by David Whyte
We are like children in the master’s violin shop
not yet allowed to touch the tiny planes or the rare wood
but given brooms to sweep the farthest corners
of the room, to gather shavings, mop spilled resins
and watch with apprehension the tender curves
emerging from apprenticed hands. The master
rarely shows himself but whenever he does he demonstrates
a concentrated ease so different from the willful accumulation
of experience we have come to expect,
a stripping away, a direct appreciation of all the elements
we are bound, one day, to find beneath our hands.
He stands in our minds so clearly now, his confident back
caught in the light from pale clerestory windows
and we note the way the slight tremor of his palms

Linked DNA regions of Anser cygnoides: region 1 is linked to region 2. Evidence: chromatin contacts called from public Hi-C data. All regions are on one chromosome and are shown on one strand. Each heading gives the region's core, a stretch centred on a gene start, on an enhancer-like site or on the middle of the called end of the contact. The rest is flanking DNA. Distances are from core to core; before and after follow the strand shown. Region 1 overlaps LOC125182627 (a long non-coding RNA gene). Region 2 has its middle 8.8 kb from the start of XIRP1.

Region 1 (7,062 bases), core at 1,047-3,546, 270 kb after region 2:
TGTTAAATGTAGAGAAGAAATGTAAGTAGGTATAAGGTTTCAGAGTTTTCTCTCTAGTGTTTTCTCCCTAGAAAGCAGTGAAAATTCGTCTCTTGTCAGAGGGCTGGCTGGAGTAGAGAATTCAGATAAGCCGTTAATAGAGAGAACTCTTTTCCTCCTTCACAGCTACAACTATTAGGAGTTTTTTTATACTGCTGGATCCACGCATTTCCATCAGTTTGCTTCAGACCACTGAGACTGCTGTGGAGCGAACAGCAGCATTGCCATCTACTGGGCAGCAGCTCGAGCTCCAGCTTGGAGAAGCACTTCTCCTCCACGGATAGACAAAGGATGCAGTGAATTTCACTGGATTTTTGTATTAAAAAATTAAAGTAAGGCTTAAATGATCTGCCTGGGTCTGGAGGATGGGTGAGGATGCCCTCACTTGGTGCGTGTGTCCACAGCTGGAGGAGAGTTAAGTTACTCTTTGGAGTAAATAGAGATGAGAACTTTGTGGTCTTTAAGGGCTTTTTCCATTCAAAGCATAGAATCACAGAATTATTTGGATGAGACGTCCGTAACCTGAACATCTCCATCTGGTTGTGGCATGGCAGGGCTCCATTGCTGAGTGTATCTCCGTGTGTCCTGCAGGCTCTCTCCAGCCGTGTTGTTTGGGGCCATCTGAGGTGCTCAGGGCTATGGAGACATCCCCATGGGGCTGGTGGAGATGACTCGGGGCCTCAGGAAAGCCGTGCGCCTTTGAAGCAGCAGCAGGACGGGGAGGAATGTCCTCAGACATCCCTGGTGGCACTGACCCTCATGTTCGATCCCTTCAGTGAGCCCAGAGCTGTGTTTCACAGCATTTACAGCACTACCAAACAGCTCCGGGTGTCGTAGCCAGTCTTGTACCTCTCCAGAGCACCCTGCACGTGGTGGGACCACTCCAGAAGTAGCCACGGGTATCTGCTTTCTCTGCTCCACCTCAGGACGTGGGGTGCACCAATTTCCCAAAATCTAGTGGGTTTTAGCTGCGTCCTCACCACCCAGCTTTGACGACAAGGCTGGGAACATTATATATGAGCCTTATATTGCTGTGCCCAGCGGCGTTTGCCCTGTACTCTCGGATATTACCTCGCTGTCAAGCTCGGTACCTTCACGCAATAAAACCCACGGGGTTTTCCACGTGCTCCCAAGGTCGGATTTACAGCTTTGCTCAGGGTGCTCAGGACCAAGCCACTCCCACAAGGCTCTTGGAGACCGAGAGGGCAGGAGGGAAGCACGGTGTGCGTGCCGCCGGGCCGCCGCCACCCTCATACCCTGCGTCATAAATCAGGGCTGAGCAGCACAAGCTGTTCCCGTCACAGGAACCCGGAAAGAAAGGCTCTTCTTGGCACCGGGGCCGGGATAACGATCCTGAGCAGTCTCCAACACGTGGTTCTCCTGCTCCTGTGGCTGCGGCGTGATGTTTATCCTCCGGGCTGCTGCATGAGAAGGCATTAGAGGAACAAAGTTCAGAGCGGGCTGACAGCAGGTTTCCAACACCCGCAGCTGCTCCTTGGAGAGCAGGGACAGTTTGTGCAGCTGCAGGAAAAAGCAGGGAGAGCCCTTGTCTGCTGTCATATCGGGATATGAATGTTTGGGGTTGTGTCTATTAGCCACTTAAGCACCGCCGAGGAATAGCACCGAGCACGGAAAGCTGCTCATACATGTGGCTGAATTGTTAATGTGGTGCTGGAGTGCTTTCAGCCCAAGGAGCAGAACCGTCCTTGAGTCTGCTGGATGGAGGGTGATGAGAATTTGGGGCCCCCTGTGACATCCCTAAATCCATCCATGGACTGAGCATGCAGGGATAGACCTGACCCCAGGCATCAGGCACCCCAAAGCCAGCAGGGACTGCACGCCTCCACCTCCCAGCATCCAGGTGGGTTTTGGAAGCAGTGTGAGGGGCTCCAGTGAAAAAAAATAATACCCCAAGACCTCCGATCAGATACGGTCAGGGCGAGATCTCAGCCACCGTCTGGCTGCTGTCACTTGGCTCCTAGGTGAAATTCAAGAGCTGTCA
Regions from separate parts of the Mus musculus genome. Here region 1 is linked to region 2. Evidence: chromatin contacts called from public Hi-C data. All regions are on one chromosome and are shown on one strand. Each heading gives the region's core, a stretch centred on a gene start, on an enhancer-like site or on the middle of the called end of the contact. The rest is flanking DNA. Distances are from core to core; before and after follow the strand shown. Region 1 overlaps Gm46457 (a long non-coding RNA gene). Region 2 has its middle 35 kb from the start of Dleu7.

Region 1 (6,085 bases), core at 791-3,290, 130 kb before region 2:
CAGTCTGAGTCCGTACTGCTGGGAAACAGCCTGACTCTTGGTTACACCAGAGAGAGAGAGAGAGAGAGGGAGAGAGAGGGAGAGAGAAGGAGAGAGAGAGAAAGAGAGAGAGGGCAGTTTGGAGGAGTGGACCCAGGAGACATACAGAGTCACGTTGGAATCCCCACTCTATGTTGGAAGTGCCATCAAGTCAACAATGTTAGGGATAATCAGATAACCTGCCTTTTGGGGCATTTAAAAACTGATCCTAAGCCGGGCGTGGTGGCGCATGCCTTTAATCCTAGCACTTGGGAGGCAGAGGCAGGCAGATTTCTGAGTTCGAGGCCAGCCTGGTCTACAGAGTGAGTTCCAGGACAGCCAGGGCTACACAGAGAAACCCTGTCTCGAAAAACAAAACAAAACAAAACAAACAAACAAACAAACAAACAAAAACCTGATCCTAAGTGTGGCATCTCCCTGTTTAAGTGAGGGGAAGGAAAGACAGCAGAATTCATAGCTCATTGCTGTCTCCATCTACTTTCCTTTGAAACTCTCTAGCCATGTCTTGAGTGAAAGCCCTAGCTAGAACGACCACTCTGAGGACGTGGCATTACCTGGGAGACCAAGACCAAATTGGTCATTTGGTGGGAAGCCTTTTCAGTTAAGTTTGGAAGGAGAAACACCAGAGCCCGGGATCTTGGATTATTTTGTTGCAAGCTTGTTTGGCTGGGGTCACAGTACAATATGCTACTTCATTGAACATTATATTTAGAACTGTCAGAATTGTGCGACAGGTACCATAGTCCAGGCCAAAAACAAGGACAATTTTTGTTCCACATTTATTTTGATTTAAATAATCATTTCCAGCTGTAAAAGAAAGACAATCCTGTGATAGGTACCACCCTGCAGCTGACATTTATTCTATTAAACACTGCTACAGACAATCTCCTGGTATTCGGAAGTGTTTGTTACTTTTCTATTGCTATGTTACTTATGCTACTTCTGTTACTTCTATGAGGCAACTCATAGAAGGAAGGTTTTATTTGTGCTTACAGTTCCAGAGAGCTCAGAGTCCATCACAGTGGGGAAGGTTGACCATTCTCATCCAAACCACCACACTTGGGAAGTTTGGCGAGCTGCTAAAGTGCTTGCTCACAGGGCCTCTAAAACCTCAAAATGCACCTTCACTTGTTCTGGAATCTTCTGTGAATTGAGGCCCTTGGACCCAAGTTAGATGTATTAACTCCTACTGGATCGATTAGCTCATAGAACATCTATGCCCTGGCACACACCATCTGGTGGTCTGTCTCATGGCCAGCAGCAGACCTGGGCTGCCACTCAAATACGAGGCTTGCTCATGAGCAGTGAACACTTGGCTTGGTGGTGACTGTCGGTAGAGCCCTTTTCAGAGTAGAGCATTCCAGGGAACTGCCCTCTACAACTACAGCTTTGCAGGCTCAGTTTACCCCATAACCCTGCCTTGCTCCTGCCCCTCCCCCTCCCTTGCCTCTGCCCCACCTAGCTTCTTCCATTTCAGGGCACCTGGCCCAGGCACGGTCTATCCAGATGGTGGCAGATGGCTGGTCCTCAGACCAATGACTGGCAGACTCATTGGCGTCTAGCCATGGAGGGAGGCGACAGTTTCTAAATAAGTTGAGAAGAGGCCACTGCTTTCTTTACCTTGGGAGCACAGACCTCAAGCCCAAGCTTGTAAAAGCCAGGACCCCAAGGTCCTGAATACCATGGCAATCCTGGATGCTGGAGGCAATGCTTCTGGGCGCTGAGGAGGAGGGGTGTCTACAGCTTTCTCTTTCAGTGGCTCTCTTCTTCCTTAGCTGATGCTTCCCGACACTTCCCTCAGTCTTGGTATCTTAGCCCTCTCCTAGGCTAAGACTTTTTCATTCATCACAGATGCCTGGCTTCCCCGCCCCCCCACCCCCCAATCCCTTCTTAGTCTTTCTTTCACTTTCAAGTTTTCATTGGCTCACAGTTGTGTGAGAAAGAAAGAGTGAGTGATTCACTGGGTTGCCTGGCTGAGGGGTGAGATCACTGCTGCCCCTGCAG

disappears the moment they encounter wood.
In this light we hunger for maturity, see it not as stasis
but a form of love. We want the stillness and confidence
of age, the space between self and all the objects of the world
honoured and defined, the possibility that everything
left alone can ripen of its own accord,
all passionate transformations arranged only
through innocent meetings, one to another,
the way we see resin allowed to seep into the wood
in the wood’s own secret time. We intuit our natures
becoming resonant with one another according
to the grain of the way we are made. Nothing forced
or wanted until it ripens in our own expectant hands.
But for now, in the busy room, we stand in the child’s
first shy witness of one another, and see ourselves again,
gladly and always, falling in love with our future.
You can find this poem in The Sea in You.